The first line gives the tile name (63240001) then the Garmin coordinates (more on this in a second) for the bottom-left and top-right corners of the tile respectively. The second line is a comment and exists for you to see the standard, decimalised latitude and longitude of the bottom-left and top-right corners respectively. Each entry therefore tells splitter the name of the output tile and the bounding box defining the area of that tile.

Garmin units can be generated from standard decimal lat and long. To get from latitude and longitude in degrees to Garmin units multiply by 46603 (which is (2^24)/360). If you do the conversion carelessly, it will appear to work but the tiles may overlap at low zoom levels which may cause problems for inter-tile routing. To avoid overlap you have to make sure that the number is exactly divisable by 2048.

So if you want to define your own areas, here's the procedure.

  1. (Optional) run splitter once so that it generates an areas.list file for you to edit.
  2. Tweak the bounding box for each tile - I use Google Earth to find the lat and long coordinates I need, then convert them to Garmin units making sure the result is divisable by 2048.
  3. Re-run splitter using the --split-file=areas.list argument. Splitter will now re-split the OSM according to the bounding boxes you defined in the edited areas.list file.

Splitting contour data

You can (indeed, you probably will have to) use splitter to split OSM contour data generated using srtm2OSM. The output from srtm2OSM is in a mixed format which intersperses nodes and ways, whereas "pure" OSM data starts with all the nodes, then lists all the ways. To handle this mixed format, you should invoke splitter with the --mixed option, otherwise it will fail (usually by not splitting anything at all).

Using the --geonames option

Splitter generates a series of tiles for mkgmap to process. mkgmap, in turn, can give each of these tiles its own name, if you use the --description command line switch (see here too). It can be a bit fiddly to figure out what the right description for any given tile should be (as you may have no idea what geographical area it covers until mkgmap renders it, which is a bit of a chicken and egg situation). However, you can use the splitter --geonames-file=filename switch to have splitter automatically assign a name to the tile based on the country being split, and the name of the largest city in that tile.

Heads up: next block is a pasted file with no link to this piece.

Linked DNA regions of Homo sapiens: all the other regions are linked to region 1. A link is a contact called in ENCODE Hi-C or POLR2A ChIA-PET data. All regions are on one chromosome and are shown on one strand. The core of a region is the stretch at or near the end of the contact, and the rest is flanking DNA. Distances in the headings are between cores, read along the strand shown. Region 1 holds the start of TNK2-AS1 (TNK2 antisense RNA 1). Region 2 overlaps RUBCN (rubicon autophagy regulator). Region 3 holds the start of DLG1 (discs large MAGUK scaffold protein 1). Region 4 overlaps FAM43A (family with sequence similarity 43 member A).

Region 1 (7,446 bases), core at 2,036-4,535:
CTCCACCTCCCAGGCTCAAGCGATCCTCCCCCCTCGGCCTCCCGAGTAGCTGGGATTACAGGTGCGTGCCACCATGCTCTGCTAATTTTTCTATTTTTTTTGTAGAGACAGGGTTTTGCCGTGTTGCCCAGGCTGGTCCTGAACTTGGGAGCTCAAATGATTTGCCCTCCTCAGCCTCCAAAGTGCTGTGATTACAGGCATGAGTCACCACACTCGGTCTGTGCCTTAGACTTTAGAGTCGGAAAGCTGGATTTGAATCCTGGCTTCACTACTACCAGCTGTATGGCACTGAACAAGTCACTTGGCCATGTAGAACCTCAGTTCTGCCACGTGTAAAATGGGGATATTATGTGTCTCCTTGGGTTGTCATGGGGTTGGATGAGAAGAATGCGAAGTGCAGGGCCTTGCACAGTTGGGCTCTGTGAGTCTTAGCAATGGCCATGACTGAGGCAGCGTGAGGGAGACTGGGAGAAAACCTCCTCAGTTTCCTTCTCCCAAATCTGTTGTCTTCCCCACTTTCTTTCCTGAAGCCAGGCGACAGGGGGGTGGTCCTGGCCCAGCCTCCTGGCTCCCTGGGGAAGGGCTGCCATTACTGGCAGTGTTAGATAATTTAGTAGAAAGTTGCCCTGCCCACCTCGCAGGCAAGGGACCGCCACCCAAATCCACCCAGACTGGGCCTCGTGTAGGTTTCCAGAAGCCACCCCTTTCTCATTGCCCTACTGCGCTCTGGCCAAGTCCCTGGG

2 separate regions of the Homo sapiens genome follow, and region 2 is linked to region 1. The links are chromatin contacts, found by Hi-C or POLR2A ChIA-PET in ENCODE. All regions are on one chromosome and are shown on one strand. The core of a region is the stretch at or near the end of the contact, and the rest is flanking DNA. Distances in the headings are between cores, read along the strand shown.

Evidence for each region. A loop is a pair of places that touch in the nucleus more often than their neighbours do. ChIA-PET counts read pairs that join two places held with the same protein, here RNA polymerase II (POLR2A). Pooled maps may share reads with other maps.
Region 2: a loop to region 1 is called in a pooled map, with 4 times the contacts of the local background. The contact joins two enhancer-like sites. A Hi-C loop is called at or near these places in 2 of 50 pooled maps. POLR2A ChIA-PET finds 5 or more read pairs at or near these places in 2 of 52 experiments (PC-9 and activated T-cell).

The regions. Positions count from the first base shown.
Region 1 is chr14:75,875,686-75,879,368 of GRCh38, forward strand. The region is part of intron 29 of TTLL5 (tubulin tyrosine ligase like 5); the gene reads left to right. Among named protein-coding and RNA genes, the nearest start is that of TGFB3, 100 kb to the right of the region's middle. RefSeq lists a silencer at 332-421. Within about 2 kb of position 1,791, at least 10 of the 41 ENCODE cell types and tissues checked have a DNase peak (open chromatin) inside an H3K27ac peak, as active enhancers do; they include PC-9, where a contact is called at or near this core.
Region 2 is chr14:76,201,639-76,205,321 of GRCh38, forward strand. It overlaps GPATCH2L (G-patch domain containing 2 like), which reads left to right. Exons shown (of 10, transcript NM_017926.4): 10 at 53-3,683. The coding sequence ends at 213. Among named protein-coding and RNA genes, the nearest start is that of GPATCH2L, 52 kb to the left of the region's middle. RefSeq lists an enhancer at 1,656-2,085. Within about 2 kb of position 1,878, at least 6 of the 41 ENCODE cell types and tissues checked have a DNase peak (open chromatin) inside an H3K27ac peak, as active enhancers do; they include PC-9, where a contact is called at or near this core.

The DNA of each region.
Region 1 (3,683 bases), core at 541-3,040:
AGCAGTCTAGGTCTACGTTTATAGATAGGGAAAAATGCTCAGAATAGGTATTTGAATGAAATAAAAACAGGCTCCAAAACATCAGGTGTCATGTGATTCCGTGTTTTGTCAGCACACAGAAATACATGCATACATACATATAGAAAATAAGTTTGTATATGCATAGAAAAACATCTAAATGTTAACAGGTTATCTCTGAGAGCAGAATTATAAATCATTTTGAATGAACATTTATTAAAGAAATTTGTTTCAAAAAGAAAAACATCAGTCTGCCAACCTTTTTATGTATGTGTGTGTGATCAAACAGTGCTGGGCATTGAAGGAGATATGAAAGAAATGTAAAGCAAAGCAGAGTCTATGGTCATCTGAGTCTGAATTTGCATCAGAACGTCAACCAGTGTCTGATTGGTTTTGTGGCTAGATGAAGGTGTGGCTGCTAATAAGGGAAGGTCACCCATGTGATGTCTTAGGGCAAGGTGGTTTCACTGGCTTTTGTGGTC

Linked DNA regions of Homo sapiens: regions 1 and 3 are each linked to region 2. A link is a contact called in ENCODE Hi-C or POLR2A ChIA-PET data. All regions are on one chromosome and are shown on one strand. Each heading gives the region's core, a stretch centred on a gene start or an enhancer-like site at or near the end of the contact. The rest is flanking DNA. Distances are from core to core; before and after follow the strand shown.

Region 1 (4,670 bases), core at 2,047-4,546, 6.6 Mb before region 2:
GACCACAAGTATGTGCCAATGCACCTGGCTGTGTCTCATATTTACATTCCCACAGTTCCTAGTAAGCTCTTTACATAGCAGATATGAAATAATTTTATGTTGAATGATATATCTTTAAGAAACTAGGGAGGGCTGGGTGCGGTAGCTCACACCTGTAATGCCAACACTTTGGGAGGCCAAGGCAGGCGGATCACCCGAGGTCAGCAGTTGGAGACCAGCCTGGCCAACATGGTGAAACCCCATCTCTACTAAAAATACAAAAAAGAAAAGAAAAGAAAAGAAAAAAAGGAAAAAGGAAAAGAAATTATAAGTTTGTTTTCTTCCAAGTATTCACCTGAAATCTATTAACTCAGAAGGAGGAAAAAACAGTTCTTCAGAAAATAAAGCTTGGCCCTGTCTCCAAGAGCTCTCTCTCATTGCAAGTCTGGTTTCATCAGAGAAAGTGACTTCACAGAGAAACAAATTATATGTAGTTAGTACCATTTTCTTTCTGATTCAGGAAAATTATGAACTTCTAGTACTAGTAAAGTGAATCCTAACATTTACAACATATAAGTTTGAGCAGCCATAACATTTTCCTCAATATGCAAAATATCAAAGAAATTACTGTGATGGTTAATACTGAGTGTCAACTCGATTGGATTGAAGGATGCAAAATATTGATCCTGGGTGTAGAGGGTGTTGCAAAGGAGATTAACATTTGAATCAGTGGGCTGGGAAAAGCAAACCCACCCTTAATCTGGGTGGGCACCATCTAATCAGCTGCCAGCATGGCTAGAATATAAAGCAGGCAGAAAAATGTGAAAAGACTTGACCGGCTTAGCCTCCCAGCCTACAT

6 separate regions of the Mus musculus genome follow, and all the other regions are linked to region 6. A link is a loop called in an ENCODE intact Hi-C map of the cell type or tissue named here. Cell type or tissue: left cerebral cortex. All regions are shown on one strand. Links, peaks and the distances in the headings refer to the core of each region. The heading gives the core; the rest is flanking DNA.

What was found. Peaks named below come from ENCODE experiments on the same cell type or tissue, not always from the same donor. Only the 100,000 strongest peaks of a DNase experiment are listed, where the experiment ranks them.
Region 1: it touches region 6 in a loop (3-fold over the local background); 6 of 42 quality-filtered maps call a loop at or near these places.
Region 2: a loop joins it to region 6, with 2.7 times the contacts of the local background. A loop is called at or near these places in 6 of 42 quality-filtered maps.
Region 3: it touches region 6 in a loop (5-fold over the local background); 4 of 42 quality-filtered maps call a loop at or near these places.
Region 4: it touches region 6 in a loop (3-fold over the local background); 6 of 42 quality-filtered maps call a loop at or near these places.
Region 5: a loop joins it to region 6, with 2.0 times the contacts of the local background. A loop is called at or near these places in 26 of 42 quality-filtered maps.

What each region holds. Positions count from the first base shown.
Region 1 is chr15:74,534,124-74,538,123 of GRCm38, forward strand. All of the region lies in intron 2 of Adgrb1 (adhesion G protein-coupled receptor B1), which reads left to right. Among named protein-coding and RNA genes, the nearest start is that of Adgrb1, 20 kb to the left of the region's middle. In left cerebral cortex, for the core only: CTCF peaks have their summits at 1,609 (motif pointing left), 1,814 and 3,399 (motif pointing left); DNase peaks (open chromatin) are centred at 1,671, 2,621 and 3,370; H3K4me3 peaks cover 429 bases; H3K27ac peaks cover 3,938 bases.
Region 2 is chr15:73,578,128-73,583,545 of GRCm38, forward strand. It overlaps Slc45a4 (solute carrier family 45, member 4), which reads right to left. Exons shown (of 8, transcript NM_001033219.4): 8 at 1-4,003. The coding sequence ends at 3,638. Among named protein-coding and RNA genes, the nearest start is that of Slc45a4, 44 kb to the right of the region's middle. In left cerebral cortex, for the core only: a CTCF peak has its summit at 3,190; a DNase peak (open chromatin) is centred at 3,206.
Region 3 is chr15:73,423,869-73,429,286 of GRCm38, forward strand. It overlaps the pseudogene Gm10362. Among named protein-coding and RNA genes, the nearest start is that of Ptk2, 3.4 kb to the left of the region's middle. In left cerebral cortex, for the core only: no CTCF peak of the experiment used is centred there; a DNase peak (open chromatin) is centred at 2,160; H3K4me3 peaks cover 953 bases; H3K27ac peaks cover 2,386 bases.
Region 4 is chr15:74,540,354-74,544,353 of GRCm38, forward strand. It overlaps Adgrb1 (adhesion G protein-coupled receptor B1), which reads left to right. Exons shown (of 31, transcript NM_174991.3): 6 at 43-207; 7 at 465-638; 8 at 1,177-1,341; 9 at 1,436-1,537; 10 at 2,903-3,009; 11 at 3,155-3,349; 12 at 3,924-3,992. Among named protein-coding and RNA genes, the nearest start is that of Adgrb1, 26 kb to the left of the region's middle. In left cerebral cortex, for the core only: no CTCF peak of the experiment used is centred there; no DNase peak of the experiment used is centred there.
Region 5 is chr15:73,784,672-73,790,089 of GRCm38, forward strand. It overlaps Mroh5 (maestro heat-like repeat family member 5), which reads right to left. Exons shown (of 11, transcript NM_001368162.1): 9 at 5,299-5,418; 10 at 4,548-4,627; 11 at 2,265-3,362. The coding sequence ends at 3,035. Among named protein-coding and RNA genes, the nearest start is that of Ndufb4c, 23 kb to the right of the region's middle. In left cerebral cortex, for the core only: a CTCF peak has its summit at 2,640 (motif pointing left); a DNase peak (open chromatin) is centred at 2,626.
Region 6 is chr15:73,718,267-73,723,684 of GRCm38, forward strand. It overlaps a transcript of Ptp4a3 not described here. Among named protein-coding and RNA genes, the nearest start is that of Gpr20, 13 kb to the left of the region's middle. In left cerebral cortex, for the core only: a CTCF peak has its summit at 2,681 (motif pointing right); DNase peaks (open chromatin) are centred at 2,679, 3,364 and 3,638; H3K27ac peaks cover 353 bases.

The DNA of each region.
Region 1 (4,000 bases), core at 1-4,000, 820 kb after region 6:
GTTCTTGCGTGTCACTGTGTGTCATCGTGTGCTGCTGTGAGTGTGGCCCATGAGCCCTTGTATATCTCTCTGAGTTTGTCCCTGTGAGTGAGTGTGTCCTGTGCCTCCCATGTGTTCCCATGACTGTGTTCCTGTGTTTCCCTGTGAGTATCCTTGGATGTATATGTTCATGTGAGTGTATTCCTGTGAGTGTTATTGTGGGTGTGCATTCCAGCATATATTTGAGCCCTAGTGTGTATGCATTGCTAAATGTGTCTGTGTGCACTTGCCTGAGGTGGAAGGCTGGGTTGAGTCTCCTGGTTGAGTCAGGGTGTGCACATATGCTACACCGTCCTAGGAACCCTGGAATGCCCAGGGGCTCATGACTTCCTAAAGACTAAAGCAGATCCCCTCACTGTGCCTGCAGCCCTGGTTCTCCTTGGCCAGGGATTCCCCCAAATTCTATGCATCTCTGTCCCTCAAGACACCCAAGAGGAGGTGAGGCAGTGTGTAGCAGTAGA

To use this option, first visit http://download.geonames.org/export/dump/ and download the cities1500.zip file. Now invoke splitter with:
java -jar splitter.jar --geonames-file=path_to_where_you_saved_cities1500.zip osmfile
Once it has completed, you will see that underneath each tile defined in the template.args file, a sensible description has been added, e.g.:
mapname: 63242011
description: IT-Venezia
input-file: 63242011.osm.gz

Defining what the tile filenames are

The --mapid=8_digit_number switch defines what the actual filename for each tile will be. By default the first tile is called 63240001.osm.gz and subsequent tiles have filenames that increment by 1 each time. You may want to use different filenames for different countries (e.g. I use 63240001 for UK, 63241001 for France, 63242001 for Italy etc) to help quickly differentiate tiles. Even if you keep them in separate folders, where the need to differentiate is less, it still helps to use unique filenames for each country because later, when you come to generating the Garmin tiles using mkgmap, you will need to ensure that each tile has a unique mapname and it gets confusing when the filename and the mapname are different.